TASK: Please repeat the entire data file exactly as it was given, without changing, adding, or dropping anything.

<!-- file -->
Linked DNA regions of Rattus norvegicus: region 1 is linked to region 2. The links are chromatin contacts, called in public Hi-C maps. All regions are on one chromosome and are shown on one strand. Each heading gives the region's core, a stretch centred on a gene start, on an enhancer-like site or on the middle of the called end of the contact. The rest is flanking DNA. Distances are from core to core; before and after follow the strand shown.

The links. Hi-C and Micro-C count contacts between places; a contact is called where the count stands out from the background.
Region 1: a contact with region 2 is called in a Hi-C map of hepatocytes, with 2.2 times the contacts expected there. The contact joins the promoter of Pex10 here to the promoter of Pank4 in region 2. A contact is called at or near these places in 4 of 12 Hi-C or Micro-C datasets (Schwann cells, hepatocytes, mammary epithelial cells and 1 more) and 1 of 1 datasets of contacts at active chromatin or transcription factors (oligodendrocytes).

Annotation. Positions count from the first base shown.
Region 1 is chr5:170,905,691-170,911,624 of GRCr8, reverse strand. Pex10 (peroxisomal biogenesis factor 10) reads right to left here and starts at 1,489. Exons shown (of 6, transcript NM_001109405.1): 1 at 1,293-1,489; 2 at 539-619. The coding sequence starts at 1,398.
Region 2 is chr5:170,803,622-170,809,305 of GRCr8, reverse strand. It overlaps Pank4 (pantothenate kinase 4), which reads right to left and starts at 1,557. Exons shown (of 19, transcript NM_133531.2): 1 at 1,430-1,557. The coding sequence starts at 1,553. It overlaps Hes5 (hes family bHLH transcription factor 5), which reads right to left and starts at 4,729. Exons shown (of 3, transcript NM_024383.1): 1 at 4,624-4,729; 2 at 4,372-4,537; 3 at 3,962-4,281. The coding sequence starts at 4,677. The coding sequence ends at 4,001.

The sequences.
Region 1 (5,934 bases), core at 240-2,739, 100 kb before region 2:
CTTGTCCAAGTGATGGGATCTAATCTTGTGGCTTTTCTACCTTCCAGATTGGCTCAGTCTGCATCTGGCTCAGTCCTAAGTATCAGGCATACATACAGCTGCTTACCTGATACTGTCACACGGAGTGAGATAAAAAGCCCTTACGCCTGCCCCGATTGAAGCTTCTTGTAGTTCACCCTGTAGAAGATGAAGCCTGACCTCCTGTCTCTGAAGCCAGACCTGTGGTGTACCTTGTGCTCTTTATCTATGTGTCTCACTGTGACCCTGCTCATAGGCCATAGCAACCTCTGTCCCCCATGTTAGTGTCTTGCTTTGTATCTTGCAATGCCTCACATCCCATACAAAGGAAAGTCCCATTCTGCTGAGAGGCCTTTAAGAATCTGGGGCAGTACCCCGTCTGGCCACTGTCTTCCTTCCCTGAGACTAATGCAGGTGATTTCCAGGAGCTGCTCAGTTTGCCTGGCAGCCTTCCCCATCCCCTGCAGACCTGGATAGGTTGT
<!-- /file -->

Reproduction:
Linked DNA regions of Rattus norvegicus: region 1 is linked to region 2. The links are chromatin contacts, called in public Hi-C maps. All regions are on one chromosome and are shown on one strand. Each heading gives the region's core, a stretch centred on a gene start, on an enhancer-like site or on the middle of the called end of the contact. The rest is flanking DNA. Distances are from core to core; before and after follow the strand shown.

The links. Hi-C and Micro-C count contacts between places; a contact is called where the count stands out from the background.
Region 1: a contact with region 2 is called in a Hi-C map of hepatocytes, with 2.2 times the contacts expected there. The contact joins the promoter of Pex10 here to the promoter of Pank4 in region 2. A contact is called at or near these places in 4 of 12 Hi-C or Micro-C datasets (Schwann cells, hepatocytes, mammary epithelial cells and 1 more) and 1 of 1 datasets of contacts at active chromatin or transcription factors (oligodendrocytes).

Annotation. Positions count from the first base shown.
Region 1 is chr5:170,905,691-170,911,624 of GRCr8, reverse strand. Pex10 (peroxisomal biogenesis factor 10) reads right to left here and starts at 1,489. Exons shown (of 6, transcript NM_001109405.1): 1 at 1,293-1,489; 2 at 539-619. The coding sequence starts at 1,398.
Region 2 is chr5:170,803,622-170,809,305 of GRCr8, reverse strand. It overlaps Pank4 (pantothenate kinase 4), which reads right to left and starts at 1,557. Exons shown (of 19, transcript NM_133531.2): 1 at 1,430-1,557. The coding sequence starts at 1,553. It overlaps Hes5 (hes family bHLH transcription factor 5), which reads right to left and starts at 4,729. Exons shown (of 3, transcript NM_024383.1): 1 at 4,624-4,729; 2 at 4,372-4,537; 3 at 3,962-4,281. The coding sequence starts at 4,677. The coding sequence ends at 4,001.

The sequences.
Region 1 (5,934 bases), core at 240-2,739, 100 kb before region 2:
CTTGTCCAAGTGATGGGATCTAATCTTGTGGCTTTTCTACCTTCCAGATTGGCTCAGTCTGCATCTGGCTCAGTCCTAAGTATCAGGCATACATACAGCTGCTTACCTGATACTGTCACACGGAGTGAGATAAAAAGCCCTTACGCCTGCCCCGATTGAAGCTTCTTGTAGTTCACCCTGTAGAAGATGAAGCCTGACCTCCTGTCTCTGAAGCCAGACCTGTGGTGTACCTTGTGCTCTTTATCTATGTGTCTCACTGTGACCCTGCTCATAGGCCATAGCAACCTCTGTCCCCCATGTTAGTGTCTTGCTTTGTATCTTGCAATGCCTCACATCCCATACAAAGGAAAGTCCCATTCTGCTGAGAGGCCTTTAAGAATCTGGGGCAGTACCCCGTCTGGCCACTGTCTTCCTTCCCTGAGACTAATGCAGGTGATTTCCAGGAGCTGCTCAGTTTGCCTGGCAGCCTTCCCCATCCCCTGCAGACCTGGATAGGTTGT